"We are starting on a clean page. We are not using The Kariba draft as a reference point."

However the Minister of Justice Patrick Chinamasa on Friday insisted the Kariba Draft Constitution would form the basis of the new constitution.

Addressing journalists at Chinhoyi Press Club on Friday evening, Chinamasa said there is no way the Kariba Draft can be thrown away after all the efforts from MDC formations and Zanu PF.

He said Advocate Eric Matinenga, the Minister of Constitutional and Parliamentary Affairs was wrong in saying the draft would not be used.

"I'm sure you have all seen the draft it is signed page by page, all that to throw it into the bin, into the toilet. Do you believe that?

"To spend time signing that just to throw it into the Blair toilet, no, no, no it can't be."

Chinamasa also shed light on how work on the draft started. He said the drafting was not an overnight event but it was a process that had begun way back in 2002.

He revealed that after the Presidential elections in 2002 he was assigned to work on the constitution together with the then MDC Secretary-General Welshman Ncube to come up with a draft acceptable to both parties.

In startling revelations, he said he would meet and write the draft with Ncube at his home. They were later joined by Nicholas Goche and Tendai Biti in 2007. That process culminated in its adoption in Kariba.

Chinamasa said despite criticisms, he was confident the Kariba draft would be the one to be presented for the referendum.

"Anyway at the end of the day what ever comes from this process must first be agreed to by all the political parties. I am sure Advocate Matinenga realises that unless he is naïve."

Tsvangirai, who returns home today after a three-week tour of the United States and Europe was told that the international community will not extend any development aid to the unity government in the absence of sufficient reforms.

Fillion and French Foreign Affairs Minister Bernard Kouchner told Tsvangirai in separate meetings that progress in media reforms, the restoration of the rule of law and a new democratic constitution would unlock desperately needed aid for the country's reconstruction.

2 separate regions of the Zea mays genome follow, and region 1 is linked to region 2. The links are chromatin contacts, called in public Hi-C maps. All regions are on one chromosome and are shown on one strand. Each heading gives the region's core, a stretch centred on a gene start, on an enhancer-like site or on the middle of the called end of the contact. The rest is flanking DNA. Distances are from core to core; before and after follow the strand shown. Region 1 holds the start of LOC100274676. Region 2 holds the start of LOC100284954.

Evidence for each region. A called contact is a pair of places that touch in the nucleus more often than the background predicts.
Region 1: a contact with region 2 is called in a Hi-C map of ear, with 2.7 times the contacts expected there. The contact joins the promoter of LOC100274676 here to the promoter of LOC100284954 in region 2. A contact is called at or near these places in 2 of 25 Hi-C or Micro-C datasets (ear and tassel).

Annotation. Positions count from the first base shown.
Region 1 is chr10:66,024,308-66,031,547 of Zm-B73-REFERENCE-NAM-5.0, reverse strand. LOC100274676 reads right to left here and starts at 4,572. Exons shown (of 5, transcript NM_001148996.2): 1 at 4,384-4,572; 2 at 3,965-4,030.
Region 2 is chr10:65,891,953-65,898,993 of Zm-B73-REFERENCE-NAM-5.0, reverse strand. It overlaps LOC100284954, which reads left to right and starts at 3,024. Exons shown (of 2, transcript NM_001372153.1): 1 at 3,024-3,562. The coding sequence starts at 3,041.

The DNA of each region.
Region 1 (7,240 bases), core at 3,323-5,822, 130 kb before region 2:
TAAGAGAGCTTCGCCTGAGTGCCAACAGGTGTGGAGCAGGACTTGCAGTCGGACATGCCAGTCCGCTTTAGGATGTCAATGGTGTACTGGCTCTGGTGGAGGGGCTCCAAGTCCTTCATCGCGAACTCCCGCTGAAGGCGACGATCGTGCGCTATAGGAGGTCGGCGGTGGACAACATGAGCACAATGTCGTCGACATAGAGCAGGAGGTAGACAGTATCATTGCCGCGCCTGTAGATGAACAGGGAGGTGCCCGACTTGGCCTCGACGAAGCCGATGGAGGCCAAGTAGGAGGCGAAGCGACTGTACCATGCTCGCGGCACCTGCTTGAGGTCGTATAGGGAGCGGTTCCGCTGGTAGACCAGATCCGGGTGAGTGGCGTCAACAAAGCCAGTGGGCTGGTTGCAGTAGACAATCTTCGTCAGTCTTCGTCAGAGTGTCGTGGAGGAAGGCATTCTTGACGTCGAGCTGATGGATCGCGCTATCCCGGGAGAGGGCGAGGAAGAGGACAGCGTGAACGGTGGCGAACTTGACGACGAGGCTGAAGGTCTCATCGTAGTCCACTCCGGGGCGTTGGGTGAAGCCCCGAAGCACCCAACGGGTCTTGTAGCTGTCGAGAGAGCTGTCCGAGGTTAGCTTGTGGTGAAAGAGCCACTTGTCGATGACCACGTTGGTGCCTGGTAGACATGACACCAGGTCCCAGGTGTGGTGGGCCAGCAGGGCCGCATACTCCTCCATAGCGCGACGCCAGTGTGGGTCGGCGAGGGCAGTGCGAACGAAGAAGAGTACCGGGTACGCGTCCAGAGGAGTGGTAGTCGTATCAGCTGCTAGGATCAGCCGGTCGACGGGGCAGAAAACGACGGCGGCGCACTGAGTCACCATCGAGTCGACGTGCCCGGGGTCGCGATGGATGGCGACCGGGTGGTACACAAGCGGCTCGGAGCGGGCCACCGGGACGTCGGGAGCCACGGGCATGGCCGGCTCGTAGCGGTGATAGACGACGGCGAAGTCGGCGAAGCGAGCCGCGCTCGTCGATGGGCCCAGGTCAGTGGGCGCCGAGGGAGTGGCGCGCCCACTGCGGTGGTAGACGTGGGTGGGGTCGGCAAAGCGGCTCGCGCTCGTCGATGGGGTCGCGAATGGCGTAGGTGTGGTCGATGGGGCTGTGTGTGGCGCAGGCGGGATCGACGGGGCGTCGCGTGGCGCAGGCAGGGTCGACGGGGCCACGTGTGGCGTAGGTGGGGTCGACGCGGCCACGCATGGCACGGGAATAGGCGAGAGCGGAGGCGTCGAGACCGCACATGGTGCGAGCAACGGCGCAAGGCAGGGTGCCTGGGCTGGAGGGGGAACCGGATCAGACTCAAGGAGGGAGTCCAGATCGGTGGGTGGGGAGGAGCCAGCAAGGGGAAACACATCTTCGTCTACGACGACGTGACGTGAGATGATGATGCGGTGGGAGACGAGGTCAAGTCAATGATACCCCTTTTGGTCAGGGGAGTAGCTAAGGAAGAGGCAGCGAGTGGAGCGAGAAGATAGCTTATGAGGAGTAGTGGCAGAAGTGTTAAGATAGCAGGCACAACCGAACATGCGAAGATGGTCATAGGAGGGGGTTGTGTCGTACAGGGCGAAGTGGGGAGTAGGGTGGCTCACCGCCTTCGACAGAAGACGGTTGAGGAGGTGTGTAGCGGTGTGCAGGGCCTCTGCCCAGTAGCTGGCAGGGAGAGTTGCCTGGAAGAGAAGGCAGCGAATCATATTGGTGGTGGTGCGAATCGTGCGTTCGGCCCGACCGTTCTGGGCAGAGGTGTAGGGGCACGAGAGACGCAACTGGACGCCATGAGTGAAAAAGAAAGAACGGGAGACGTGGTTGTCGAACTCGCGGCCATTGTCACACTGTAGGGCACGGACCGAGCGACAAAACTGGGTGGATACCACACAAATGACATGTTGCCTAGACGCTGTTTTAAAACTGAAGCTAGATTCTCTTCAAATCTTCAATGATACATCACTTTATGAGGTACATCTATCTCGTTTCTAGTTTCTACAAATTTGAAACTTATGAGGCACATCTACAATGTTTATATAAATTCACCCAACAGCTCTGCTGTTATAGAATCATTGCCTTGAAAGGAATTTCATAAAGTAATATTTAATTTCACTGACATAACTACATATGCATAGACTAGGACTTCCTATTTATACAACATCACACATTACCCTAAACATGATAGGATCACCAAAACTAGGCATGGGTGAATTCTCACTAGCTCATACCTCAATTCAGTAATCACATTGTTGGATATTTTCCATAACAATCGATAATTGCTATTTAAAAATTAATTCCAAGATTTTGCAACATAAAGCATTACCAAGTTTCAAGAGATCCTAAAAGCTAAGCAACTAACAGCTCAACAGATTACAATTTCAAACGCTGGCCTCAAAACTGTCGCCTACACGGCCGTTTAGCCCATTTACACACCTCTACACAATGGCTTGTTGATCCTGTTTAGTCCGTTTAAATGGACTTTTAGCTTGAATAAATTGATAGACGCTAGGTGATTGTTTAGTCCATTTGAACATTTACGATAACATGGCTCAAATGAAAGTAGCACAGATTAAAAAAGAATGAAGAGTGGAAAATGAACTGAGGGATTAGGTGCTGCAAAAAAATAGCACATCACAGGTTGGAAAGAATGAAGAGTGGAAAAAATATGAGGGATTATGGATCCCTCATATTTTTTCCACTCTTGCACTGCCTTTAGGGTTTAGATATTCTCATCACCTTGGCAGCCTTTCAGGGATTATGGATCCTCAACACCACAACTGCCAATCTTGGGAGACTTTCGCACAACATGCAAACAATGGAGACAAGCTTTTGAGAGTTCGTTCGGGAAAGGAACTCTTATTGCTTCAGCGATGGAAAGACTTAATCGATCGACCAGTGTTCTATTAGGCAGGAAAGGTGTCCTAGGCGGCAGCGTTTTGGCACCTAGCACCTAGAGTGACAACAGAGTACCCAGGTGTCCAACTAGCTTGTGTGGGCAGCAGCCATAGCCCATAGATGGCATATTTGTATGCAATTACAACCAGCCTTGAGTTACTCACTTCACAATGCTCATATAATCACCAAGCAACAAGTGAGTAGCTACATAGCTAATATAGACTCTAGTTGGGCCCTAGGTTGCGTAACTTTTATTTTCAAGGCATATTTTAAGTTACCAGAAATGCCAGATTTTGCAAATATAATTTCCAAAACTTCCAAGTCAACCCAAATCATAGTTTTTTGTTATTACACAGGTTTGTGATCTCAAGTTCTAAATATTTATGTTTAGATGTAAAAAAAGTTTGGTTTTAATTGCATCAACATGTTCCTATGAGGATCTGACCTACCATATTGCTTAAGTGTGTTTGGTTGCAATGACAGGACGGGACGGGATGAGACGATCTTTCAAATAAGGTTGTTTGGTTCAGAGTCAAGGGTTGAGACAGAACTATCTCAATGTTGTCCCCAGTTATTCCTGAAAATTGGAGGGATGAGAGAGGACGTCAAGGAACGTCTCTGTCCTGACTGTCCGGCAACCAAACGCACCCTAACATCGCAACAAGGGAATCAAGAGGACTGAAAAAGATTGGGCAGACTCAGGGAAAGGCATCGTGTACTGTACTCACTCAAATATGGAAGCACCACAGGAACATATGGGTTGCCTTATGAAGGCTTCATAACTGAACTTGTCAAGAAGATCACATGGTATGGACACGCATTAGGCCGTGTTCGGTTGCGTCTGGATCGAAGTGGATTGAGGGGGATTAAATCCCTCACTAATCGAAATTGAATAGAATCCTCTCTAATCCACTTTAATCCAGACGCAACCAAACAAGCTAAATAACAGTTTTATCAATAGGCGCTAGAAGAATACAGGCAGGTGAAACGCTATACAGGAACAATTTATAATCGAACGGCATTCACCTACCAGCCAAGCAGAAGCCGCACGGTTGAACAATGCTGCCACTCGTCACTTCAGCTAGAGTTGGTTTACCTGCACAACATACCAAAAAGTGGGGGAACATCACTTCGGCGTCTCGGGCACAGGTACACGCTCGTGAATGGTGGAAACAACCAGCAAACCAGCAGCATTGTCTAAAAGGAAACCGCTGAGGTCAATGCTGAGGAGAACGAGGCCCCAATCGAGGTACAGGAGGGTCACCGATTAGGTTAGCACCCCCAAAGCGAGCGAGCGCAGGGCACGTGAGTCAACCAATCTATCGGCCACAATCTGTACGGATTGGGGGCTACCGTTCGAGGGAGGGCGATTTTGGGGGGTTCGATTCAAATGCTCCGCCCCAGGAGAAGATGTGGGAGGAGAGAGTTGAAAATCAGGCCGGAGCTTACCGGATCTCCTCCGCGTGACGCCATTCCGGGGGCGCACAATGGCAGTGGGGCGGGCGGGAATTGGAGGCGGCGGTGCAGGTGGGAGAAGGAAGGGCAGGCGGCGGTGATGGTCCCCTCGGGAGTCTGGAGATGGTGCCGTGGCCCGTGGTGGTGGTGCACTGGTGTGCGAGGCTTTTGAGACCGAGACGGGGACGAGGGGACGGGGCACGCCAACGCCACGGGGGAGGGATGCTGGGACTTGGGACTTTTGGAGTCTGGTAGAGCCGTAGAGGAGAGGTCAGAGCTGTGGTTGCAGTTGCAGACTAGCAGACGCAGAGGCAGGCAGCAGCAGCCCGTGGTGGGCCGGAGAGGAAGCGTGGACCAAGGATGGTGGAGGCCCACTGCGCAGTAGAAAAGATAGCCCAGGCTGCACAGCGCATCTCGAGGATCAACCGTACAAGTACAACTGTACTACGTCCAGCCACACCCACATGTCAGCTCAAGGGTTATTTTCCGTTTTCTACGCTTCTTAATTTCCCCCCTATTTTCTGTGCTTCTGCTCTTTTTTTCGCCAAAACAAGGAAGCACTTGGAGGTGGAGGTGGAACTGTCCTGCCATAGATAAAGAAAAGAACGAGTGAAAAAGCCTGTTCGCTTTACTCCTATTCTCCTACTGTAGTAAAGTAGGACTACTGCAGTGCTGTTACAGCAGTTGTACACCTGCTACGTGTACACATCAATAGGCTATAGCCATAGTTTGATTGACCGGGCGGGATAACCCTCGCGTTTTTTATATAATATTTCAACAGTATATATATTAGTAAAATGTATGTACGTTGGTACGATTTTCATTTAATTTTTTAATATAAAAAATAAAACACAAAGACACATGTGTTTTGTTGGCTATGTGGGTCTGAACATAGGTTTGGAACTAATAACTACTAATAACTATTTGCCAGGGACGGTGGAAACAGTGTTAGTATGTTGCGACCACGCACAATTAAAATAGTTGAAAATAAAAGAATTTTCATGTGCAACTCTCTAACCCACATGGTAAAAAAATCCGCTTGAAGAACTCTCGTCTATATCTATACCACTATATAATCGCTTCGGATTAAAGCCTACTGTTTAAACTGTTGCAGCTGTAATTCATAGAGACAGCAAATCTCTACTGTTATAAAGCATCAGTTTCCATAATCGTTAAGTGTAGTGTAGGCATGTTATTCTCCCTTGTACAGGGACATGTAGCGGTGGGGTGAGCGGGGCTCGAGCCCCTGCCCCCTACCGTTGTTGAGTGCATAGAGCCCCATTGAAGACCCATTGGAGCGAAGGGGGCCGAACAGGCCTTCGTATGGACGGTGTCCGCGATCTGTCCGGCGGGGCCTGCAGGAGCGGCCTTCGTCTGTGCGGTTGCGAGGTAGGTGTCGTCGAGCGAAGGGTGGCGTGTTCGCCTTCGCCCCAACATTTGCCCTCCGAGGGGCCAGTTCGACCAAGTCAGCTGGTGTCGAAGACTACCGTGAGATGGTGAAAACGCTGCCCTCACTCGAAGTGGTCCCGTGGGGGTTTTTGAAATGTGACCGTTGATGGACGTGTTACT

"After four months we have peace and stability. There is progress and I would be the last one to say everything is rosy. The concern you have is accepted, is a legitimate concern. The media are going to re-open," Tsvangirai said at a joint press conference with Kouchner.

Kouchner also told the Prime Minister that his government expected French farmers covered under Bilateral Investment Promotion and Protection Agreements (BIPPAS) to be protected against the resurgent land invasions in the country.

Several French farmers have been targeted in the ongoing invasions, which Tsvangirai tried to downplay during an earlier visit to Britain.

Meanwhile, Tsvangirai says his three-week sojourn was a success despite yielding only humanitarian aid for the country.

"When we left Zimbabwe we were very clear about the objective of this mission and that was to re-engage the international community and also to resume dialogue with the European Union under Article 9 (of the Cotonou agreement)," he said.

"We are going back home proud that we were able to meet all the leaders and there has been a positive perception created by this trip, which also represented the re-opening of minds on the Zimbabwe situation."

He said the close to US$10 billion needed for the country's reconstruction will not be raised overnight.

On his visit to France he was accompanied by Foreign Affairs Minister Simbarashe Mumbengegwi and Tourism minister Walter Mzembi.